Northeastern University/YouTube

Scientists identify mollusk that eats rocks and turns them into sand in the Philippines

It looks squishy, almost like a slug, and it fits in the palm of a hand like a big, fat grub. It might be kind of cute if you like tube things that look a bit like cloudy jelly. All right, so this newly discovered creature doesn't have much to go on in appearances, but its mysteries are tickling researchers who are eager to figure out its secrets. Scientists identified the mollusk as Lithoredo abatanica — an organism that is part of the mollusk group, making it technically related to clams and mussels. It's part of a family of species that have a shell so small that they look more like a worm. That is why this animal, as well as the rest in its family, are called 'shipworms,' known for burrowing into ships and piers to eat the wood. But this shipworm is different; this one chews into stone, passes it through its body, and excretes it as sand. And the reason for doing so is a complete puzzle.

"What's most remarkable about this is what we don't know," said Dan Distel, director of the Ocean Genome Legacy Center at Northeastern University. "The rock has no nutrients, there's nothing much in there that this animal could live on. So that tells us it's doing something else. And what that something else is should be very interesting."

In a video released by Northeastern University, Distel and his colleague, Dr. Reuben Shipway, eagerly discussed the discovery of L. abatanica and its habitat.

Northeastern on YouTube

This stone-eating shipworm lives in the Philippines and was found about 3-5 kilometers along the Abatan River. According to Science Alert, the researchers first heard of this species in 2006, but they couldn't return to find it until recently. So far, the Abatan River is the only place in the world where it can be found. Due to its limited habitat, the scientists suggested this species should be considered for protection and conservation.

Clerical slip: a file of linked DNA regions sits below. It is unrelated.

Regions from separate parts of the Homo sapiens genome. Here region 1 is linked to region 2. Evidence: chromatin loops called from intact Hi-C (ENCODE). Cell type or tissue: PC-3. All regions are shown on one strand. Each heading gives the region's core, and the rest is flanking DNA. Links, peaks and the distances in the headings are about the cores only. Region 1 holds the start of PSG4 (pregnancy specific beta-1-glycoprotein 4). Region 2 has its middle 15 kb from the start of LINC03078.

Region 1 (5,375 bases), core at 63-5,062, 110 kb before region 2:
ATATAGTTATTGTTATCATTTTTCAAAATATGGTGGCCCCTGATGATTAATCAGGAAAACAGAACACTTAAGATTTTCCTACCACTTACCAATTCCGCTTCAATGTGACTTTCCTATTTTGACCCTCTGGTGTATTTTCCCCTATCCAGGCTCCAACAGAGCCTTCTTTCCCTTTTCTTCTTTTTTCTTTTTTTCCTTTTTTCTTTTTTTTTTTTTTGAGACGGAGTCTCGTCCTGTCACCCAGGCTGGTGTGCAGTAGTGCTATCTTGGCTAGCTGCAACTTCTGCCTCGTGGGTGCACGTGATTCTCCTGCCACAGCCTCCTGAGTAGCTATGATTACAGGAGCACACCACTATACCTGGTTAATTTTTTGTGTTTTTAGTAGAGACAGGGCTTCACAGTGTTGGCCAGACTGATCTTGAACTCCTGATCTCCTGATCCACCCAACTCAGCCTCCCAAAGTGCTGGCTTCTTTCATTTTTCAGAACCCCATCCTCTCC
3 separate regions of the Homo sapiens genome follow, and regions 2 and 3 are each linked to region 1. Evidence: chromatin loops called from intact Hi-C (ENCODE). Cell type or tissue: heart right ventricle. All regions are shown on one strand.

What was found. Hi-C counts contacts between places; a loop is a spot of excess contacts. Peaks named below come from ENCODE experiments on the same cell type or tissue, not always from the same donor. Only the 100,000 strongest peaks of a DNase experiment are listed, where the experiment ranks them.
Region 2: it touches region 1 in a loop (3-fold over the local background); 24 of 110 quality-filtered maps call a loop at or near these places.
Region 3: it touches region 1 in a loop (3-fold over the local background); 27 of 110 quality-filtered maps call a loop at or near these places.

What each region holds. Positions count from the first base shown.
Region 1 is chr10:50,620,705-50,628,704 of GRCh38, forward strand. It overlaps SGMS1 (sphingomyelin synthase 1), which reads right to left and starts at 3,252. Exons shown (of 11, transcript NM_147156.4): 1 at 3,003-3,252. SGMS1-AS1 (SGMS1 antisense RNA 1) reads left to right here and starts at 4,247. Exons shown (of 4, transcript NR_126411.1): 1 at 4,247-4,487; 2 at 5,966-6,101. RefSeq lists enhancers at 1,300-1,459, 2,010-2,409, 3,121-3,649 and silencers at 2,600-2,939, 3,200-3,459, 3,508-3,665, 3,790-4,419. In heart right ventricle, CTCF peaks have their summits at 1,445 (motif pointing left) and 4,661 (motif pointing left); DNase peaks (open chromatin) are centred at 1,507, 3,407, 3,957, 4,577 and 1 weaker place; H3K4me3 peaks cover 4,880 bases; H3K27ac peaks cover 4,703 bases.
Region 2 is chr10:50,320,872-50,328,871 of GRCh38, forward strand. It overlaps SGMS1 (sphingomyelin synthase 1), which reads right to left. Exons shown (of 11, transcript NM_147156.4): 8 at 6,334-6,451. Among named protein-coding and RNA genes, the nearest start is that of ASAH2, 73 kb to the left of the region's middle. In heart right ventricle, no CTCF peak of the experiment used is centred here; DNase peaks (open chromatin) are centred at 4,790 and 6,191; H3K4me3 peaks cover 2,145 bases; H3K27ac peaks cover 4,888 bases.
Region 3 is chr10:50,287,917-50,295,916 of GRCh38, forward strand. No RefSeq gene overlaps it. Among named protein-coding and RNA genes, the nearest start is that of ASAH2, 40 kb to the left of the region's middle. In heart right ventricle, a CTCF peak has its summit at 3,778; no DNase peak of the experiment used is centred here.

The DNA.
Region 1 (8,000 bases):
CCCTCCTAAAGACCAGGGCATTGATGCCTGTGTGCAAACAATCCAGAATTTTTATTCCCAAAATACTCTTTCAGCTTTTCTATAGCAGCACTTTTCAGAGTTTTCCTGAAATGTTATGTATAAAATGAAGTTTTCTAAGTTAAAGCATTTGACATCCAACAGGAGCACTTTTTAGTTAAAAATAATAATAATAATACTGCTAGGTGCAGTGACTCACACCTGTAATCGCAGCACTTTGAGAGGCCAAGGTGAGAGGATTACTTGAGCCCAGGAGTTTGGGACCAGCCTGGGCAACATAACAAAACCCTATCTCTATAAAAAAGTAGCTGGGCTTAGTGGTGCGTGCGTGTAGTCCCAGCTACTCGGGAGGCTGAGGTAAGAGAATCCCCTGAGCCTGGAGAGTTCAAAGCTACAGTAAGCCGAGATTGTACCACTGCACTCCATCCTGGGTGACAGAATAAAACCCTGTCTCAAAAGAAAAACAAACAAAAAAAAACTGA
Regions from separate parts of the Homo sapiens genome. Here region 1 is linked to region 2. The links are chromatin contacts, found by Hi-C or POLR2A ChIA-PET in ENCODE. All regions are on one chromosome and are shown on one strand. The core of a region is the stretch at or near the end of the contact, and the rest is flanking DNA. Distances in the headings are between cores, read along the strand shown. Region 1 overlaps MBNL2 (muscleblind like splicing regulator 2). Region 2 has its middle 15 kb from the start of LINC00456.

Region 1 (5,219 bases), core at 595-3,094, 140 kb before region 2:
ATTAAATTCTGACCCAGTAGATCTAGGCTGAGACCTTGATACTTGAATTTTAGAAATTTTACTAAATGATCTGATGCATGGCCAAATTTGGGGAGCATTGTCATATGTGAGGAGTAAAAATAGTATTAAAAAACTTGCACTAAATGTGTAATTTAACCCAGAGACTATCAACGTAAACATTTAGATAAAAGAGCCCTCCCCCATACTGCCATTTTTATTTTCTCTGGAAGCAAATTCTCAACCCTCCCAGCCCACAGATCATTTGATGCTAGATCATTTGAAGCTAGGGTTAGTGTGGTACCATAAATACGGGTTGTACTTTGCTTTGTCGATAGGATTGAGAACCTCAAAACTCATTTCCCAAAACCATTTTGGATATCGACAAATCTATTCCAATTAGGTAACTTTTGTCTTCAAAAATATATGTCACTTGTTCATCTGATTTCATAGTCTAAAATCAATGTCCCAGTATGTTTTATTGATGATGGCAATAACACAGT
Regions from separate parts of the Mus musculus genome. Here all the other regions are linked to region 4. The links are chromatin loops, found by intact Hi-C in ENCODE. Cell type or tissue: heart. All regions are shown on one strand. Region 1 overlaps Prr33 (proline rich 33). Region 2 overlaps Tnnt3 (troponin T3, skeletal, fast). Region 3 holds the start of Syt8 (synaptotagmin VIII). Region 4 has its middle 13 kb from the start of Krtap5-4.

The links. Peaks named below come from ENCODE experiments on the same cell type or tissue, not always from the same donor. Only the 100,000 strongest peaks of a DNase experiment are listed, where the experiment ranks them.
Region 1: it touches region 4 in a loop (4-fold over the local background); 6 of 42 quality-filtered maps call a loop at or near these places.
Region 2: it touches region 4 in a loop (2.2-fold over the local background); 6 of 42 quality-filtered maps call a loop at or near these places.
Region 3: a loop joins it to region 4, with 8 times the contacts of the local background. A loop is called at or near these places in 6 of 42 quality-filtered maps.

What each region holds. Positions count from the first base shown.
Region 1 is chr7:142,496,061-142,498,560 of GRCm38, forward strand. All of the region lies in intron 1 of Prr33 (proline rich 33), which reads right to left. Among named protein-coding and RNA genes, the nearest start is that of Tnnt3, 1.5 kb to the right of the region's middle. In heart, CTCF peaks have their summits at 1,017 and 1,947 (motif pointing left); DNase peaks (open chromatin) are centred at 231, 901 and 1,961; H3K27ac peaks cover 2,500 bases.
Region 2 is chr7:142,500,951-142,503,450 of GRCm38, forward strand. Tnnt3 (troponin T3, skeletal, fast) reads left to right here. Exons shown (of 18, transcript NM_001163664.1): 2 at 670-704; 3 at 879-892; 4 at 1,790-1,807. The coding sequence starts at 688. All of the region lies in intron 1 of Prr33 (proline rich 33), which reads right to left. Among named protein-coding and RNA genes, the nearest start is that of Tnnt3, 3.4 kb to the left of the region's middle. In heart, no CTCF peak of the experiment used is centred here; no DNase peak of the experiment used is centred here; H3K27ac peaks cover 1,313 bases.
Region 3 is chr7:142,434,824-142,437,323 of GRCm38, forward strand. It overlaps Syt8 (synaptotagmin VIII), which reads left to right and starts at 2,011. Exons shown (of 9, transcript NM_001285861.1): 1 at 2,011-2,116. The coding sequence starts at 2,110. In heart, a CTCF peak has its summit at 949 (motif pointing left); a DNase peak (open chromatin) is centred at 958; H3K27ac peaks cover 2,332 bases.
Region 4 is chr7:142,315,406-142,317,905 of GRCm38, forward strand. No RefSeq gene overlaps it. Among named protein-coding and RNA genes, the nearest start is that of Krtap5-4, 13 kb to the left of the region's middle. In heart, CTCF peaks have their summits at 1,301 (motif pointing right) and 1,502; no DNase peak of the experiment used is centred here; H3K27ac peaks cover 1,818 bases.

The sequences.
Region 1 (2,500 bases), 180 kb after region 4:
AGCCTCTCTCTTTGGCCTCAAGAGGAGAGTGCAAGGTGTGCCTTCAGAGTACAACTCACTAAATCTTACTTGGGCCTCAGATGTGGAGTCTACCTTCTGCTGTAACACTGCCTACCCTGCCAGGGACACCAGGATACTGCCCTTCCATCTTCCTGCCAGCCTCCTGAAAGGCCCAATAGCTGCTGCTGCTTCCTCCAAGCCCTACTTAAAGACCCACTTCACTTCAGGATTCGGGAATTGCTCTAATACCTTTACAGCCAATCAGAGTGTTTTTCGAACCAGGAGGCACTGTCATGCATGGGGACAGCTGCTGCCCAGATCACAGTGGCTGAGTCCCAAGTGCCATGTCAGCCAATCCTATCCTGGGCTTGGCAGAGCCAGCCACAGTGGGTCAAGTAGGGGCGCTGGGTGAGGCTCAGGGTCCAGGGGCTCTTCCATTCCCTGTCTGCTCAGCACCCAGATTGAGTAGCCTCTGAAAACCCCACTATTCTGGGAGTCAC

L. abatanica burrows deeply into limestone in the river, creating incredible tunnels and caverns to snugly fit its body into. An examination of the shipworm's anatomy revealed that it has developed different parts to accommodate for this, lacking features that the wood-eating shipworms have. It also has gills, lined with a yet-unknown bacteria, that goes along the entire length of its body, which the report noted as an unusual feature. The differences between this creature and other known shipworms were so numerous that the researchers were able to consider it a separate, new genus and species.

Their report also noted how the burrowing ability of this shipworm could have shaped the ecology of the river. The scientists observed how the abandoned tunnels made by L. abatanica became homes for other fish and invertebrates in the water. In fact, there were so many other water creatures that used the caverns as shelter that the research team believed the small shipworm could be a "dominant ecosystem engineer" with the ability to create flourishing habitats and gradually alter the shape of the river due to the sand it produces.

Studying L. abatanica isn't just important for scientists; it can be important for humans, too.

“One of the reasons we do this research is to discover novel drug compounds from these animals that could be used for humans,” Dr. Shipway explained to Motherboard. The bacteria that lines the shipworm's gills could be the next inspiration to produce better medicines. If that happens, then the significance of L. abatanica won't be limited to its home in the river — it'll be important to people, too.